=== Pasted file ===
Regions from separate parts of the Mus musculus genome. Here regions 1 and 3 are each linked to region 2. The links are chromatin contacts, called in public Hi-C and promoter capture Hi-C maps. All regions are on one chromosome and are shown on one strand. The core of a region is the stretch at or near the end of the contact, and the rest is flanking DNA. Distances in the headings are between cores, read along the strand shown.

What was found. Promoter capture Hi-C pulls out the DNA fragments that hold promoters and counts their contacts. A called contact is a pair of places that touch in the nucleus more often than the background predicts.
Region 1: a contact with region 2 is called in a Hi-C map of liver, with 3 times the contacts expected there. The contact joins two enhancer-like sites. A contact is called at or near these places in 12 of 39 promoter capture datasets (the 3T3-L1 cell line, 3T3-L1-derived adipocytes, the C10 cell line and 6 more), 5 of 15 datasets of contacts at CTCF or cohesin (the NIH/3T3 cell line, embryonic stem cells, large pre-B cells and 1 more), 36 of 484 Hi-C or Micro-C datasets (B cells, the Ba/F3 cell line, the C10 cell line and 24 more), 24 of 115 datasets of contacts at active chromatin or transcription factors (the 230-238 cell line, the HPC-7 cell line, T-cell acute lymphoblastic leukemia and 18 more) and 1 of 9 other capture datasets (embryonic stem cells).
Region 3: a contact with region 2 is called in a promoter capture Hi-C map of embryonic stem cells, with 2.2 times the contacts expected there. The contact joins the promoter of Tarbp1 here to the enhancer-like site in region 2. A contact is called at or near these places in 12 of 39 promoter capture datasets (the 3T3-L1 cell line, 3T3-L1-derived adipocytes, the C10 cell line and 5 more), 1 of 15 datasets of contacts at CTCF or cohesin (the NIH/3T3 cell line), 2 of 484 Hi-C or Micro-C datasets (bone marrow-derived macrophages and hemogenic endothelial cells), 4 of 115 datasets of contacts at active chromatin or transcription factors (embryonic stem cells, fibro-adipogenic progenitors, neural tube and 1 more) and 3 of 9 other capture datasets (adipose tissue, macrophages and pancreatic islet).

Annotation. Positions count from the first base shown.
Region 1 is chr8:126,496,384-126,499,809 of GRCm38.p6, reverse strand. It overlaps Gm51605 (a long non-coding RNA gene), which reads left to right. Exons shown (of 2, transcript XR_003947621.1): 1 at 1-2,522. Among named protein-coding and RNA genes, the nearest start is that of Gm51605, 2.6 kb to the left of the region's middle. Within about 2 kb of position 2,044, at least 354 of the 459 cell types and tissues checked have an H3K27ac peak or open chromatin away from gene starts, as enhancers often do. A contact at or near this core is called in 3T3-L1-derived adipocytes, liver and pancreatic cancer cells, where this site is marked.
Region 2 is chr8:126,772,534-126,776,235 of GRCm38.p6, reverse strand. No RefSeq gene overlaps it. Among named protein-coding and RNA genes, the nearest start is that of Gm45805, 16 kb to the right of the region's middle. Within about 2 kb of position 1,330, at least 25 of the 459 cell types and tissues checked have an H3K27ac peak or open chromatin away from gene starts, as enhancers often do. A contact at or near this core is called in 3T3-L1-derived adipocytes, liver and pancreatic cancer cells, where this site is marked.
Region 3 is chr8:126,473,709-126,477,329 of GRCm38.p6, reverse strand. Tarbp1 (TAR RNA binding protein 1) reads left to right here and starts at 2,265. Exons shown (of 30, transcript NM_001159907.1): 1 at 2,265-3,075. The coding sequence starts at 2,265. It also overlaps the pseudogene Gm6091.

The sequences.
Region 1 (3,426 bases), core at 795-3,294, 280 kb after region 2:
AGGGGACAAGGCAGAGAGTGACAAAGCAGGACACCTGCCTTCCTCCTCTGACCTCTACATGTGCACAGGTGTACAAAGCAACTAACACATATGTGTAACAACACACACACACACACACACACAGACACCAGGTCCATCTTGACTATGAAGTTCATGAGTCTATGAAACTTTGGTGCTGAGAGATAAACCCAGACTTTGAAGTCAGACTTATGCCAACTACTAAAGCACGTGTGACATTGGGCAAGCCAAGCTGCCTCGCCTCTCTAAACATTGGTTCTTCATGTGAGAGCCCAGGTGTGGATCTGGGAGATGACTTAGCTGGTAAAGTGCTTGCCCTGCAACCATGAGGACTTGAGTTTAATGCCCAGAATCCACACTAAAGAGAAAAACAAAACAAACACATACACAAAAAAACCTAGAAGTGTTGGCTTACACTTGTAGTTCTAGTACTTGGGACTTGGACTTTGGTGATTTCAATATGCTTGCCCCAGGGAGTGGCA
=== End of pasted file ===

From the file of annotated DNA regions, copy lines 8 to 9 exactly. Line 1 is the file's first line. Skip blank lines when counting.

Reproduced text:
Region 3 is chr8:126,473,709-126,477,329 of GRCm38.p6, reverse strand. Tarbp1 (TAR RNA binding protein 1) reads left to right here and starts at 2,265. Exons shown (of 30, transcript NM_001159907.1): 1 at 2,265-3,075. The coding sequence starts at 2,265. It also overlaps the pseudogene Gm6091.

The sequences.